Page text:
The 100,000 streets in the city of Los Angeles are the stage for Drive, an action/gangster/neo-noir hybrid that will undoubtedly boost sales of leather driving gloves this fall.

Ryan Gosling channels his best Steve McQueen as a shadowy, mythical yet marginal creature so entrenched in archetype he is not given a proper name.  Though it's his supernatural driving ability that brings him more than his fair share of admiration -- and trouble -- you get the sense he's got a few more aces up the sleeve of his omnipresent satin jacket (embellished with a scorpion).

We meet Driver -- as he is listed in the credits -- in a slick, stirring cold open where he gives chilling instructions over the phone and then doesn't speak again for what feels like 20 minutes. What follows is a muted but breathtaking getaway sequence -- though the stakes get higher later in the movie, this is the scene that will leave your heart pounding the longest.

Danish director Nicolas Winding Refn gets maximum mileage from a spare, well-crafted script (adapted by Hossein Amini from James Sallis' novel); credit is equally due Refn and the riches of casting bestowed upon him.  Gosling, Bryan Cranston, Carey Mulligan, Ron Perlman (!), Christina Hendricks, and an astonishing Albert Brooks all bring their A-games (most don't have another).

Brooks, who may have earned himself an encore career, has shown his dark side before (Real Life, Lost in America, Modern Romance) but the villain inside him has never been as gloriously apparent until Drive. (Brooks had to fight -- literally -- for the role: In a Backstage interview, he confessed to pinning Refn against the wall to show him I had strong arms.)

Just as our hero never uses any more words than he needs to, the filmmakers only tell us what we need to know. Driver's boss and only friend, Shannon (Cranston), hasn't had a lot of luck in life, but as he says in a line that suggests much more, he's paid his debts.  Driver's love interest Irene (Mulligan) refuses to be hardened by a youthful misstep; her jailbird husband (Oscar Isaac) is desperate enough to hold on to his family that he will deny himself a chance at redemption.

Drive's most obvious weakness is the unencumbered violence that increases in intensity and gratuity towards the end of the film. While a few of the acts (or near-acts) have a Tarantino-esque delight in their sadism, the extravagant bloodbathing clashes with -- and undermines -- the seething restraint of the movie's first half.

Since our mythical hero is a man with no past, when people eventually die by his hand (or in one case, his foot) we're not sure if he is capable of violence only when his back is against the wall.  Have we met him during a time of extraordinary circumstance, or is this kind of thing par for the course? It seems the filmmakers themselves aren't sure. Driver and his only friend appear to have a long enough history, and he is somewhat established in both his professions, but there are also clues to a bare-boned, nomadic existence led by people with a long trail of trouble behind them.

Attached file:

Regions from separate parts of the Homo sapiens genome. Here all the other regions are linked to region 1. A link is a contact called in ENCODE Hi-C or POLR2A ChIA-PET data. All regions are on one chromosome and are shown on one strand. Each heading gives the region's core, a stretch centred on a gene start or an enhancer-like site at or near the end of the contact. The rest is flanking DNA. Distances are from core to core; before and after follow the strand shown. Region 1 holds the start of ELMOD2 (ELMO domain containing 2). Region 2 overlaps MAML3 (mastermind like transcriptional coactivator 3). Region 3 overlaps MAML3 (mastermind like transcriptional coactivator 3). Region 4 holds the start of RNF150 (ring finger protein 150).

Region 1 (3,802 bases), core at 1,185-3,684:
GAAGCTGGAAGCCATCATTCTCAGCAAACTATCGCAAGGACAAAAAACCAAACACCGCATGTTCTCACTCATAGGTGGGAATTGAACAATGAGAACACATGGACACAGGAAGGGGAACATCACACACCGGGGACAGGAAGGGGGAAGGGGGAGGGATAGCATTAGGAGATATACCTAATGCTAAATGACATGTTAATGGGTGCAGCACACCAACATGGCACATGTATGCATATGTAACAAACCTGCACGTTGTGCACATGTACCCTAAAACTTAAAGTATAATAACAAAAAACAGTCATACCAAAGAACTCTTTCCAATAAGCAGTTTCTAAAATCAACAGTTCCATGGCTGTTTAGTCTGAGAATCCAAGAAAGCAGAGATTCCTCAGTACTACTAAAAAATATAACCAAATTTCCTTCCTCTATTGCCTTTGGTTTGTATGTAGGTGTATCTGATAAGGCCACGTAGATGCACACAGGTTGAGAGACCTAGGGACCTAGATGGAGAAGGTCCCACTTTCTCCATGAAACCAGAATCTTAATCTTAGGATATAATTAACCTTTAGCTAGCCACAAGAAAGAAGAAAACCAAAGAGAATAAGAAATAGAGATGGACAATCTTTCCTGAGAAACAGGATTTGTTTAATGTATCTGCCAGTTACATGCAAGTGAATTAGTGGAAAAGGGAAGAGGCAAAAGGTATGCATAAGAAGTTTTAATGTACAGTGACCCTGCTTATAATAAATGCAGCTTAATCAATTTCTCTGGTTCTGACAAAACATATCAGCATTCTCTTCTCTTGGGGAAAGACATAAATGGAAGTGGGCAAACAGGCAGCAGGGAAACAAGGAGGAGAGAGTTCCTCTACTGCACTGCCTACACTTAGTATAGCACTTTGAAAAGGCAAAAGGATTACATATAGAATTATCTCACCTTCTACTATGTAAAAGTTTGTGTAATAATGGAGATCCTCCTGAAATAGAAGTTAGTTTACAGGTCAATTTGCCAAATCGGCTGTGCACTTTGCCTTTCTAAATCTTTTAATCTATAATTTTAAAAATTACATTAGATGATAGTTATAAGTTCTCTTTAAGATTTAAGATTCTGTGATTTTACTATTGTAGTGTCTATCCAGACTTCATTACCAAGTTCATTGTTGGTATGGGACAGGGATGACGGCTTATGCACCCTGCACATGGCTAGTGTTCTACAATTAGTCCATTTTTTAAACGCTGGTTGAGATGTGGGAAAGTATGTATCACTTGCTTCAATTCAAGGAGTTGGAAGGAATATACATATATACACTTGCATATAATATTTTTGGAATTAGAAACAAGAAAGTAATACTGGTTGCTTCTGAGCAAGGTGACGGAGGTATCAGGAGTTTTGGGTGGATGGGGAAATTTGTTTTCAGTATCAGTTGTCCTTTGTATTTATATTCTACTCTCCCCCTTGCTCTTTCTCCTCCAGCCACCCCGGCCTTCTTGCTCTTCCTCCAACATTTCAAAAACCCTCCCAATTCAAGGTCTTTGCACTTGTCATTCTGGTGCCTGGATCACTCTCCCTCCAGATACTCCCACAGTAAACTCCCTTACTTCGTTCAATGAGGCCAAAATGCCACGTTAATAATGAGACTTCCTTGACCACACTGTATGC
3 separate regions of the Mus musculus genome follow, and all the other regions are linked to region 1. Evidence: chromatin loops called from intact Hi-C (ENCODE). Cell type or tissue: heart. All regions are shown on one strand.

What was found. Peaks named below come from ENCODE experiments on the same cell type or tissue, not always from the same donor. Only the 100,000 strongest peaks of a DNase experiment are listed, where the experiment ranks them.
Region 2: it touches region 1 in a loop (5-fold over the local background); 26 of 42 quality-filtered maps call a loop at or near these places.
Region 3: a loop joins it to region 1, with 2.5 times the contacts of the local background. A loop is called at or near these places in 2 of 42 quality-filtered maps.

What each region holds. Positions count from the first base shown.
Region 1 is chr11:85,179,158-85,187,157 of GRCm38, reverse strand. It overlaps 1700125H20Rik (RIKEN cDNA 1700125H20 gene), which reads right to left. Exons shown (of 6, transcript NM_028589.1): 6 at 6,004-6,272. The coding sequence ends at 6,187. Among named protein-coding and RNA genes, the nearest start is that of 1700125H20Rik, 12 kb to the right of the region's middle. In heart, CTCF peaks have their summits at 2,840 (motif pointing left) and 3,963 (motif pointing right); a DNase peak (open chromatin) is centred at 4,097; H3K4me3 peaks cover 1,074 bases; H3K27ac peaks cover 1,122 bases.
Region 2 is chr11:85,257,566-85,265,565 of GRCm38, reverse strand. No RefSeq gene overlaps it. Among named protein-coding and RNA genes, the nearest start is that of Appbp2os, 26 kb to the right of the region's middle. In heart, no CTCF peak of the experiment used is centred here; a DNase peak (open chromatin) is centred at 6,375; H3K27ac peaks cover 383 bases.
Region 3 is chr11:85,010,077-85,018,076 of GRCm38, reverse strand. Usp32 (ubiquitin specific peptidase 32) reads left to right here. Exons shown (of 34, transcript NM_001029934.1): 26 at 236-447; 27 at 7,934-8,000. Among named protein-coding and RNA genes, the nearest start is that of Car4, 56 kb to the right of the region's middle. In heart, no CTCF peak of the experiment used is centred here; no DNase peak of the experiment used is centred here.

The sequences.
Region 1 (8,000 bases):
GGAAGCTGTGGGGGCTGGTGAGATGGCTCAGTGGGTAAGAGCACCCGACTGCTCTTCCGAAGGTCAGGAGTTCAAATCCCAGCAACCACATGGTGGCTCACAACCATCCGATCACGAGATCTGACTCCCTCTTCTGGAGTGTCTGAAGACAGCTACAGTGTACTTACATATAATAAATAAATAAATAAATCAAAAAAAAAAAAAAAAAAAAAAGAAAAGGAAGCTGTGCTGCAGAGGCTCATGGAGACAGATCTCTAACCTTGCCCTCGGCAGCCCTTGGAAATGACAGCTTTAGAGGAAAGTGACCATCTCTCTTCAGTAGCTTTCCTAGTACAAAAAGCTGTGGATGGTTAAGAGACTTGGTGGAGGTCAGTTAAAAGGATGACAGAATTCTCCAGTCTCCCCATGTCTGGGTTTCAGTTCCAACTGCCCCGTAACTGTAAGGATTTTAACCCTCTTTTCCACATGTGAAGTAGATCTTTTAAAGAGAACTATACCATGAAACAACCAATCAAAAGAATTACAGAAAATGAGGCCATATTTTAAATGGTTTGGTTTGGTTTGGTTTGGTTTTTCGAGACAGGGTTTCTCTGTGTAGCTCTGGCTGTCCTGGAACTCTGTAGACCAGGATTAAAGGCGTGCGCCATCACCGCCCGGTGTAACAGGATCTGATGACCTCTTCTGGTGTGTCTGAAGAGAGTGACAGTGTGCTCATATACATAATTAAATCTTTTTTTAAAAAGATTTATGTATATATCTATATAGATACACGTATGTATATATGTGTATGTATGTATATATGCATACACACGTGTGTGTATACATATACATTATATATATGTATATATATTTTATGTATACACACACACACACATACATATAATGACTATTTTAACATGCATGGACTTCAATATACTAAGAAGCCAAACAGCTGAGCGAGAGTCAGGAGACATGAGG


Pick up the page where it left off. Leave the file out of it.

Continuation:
The filmmakers (and packagers) relentlessly insist on Driver's realness -- is this an attempt at irony? The one-sheet logline is Some Heroes Are Real, and the song A Real Hero (Real Human Being) -- from the previously unknown band College -- is highlighted on the soundtrack: We hear it twice, both times in critical scenes, with very little dialogue overlay. Why? Gosling's Driver may be a hero -- of the super variant -- but a real human being he is not.

The wrong turns in Drive, which are few and far between, are casualties of self-indulgence: The only understated death scene is confused and strangely anticlimactic, and seems to have been choreographed for the purpose of evoking the fable of the scorpion and the frog -- therefore explaining the scorpion on the jacket. At the point in the movie the commentary isn't neccessary. Worse, the writers seem to have misapprehended the fable altogether.

The film is gorgeous to consume, and not just visually -- the pace is pitch-perfect and the sound editing demands the highest praises. This will help make Drive an easy target for accusations of style over substance.  But those accusations will not be entirely fair.

Drive never intends to pass off derivative as original, which is admirable, and so is the film's ability to borrow from John Hughes as effectively as Scorsese, Polanski, and Melville, to name a few. But the homage-paying -- like the gratuitous gore -- could have used another edit.